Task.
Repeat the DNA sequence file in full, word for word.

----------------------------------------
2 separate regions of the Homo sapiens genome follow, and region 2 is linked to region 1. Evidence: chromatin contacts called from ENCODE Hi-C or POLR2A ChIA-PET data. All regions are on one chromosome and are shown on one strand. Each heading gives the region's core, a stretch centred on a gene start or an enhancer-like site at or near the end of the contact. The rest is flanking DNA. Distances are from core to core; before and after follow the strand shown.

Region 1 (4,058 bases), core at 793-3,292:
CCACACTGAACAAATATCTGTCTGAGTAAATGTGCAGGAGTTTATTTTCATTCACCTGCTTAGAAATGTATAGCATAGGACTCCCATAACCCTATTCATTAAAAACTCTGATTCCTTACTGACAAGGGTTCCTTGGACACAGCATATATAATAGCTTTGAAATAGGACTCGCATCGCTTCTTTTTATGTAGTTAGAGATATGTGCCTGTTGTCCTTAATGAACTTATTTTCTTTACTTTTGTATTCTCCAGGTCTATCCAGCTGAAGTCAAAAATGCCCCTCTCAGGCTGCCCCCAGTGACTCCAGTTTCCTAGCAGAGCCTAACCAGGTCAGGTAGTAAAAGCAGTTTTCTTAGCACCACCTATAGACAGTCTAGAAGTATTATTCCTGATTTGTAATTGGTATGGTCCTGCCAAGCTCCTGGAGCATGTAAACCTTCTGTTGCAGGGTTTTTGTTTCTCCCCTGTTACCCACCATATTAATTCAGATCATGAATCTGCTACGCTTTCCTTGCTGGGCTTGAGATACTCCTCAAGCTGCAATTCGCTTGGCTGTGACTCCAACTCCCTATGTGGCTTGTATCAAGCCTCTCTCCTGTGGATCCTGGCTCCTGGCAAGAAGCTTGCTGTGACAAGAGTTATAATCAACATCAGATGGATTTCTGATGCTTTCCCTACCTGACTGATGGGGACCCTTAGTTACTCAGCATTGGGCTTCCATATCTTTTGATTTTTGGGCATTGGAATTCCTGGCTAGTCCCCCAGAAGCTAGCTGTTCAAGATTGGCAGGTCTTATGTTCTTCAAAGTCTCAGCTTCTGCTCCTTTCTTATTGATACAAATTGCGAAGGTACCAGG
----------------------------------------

2 separate regions of the Homo sapiens genome follow, and region 2 is linked to region 1. Evidence: chromatin contacts called from ENCODE Hi-C or POLR2A ChIA-PET data. All regions are on one chromosome and are shown on one strand. Each heading gives the region's core, a stretch centred on a gene start or an enhancer-like site at or near the end of the contact. The rest is flanking DNA. Distances are from core to core; before and after follow the strand shown.

Region 1 (4,058 bases), core at 793-3,292:
CCACACTGAACAAATATCTGTCTGAGTAAATGTGCAGGAGTTTATTTTCATTCACCTGCTTAGAAATGTATAGCATAGGACTCCCATAACCCTATTCATTAAAAACTCTGATTCCTTACTGACAAGGGTTCCTTGGACACAGCATATATAATAGCTTTGAAATAGGACTCGCATCGCTTCTTTTTATGTAGTTAGAGATATGTGCCTGTTGTCCTTAATGAACTTATTTTCTTTACTTTTGTATTCTCCAGGTCTATCCAGCTGAAGTCAAAAATGCCCCTCTCAGGCTGCCCCCAGTGACTCCAGTTTCCTAGCAGAGCCTAACCAGGTCAGGTAGTAAAAGCAGTTTTCTTAGCACCACCTATAGACAGTCTAGAAGTATTATTCCTGATTTGTAATTGGTATGGTCCTGCCAAGCTCCTGGAGCATGTAAACCTTCTGTTGCAGGGTTTTTGTTTCTCCCCTGTTACCCACCATATTAATTCAGATCATGAATCTGCTACGCTTTCCTTGCTGGGCTTGAGATACTCCTCAAGCTGCAATTCGCTTGGCTGTGACTCCAACTCCCTATGTGGCTTGTATCAAGCCTCTCTCCTGTGGATCCTGGCTCCTGGCAAGAAGCTTGCTGTGACAAGAGTTATAATCAACATCAGATGGATTTCTGATGCTTTCCCTACCTGACTGATGGGGACCCTTAGTTACTCAGCATTGGGCTTCCATATCTTTTGATTTTTGGGCATTGGAATTCCTGGCTAGTCCCCCAGAAGCTAGCTGTTCAAGATTGGCAGGTCTTATGTTCTTCAAAGTCTCAGCTTCTGCTCCTTTCTTATTGATACAAATTGCGAAGGTACCAGG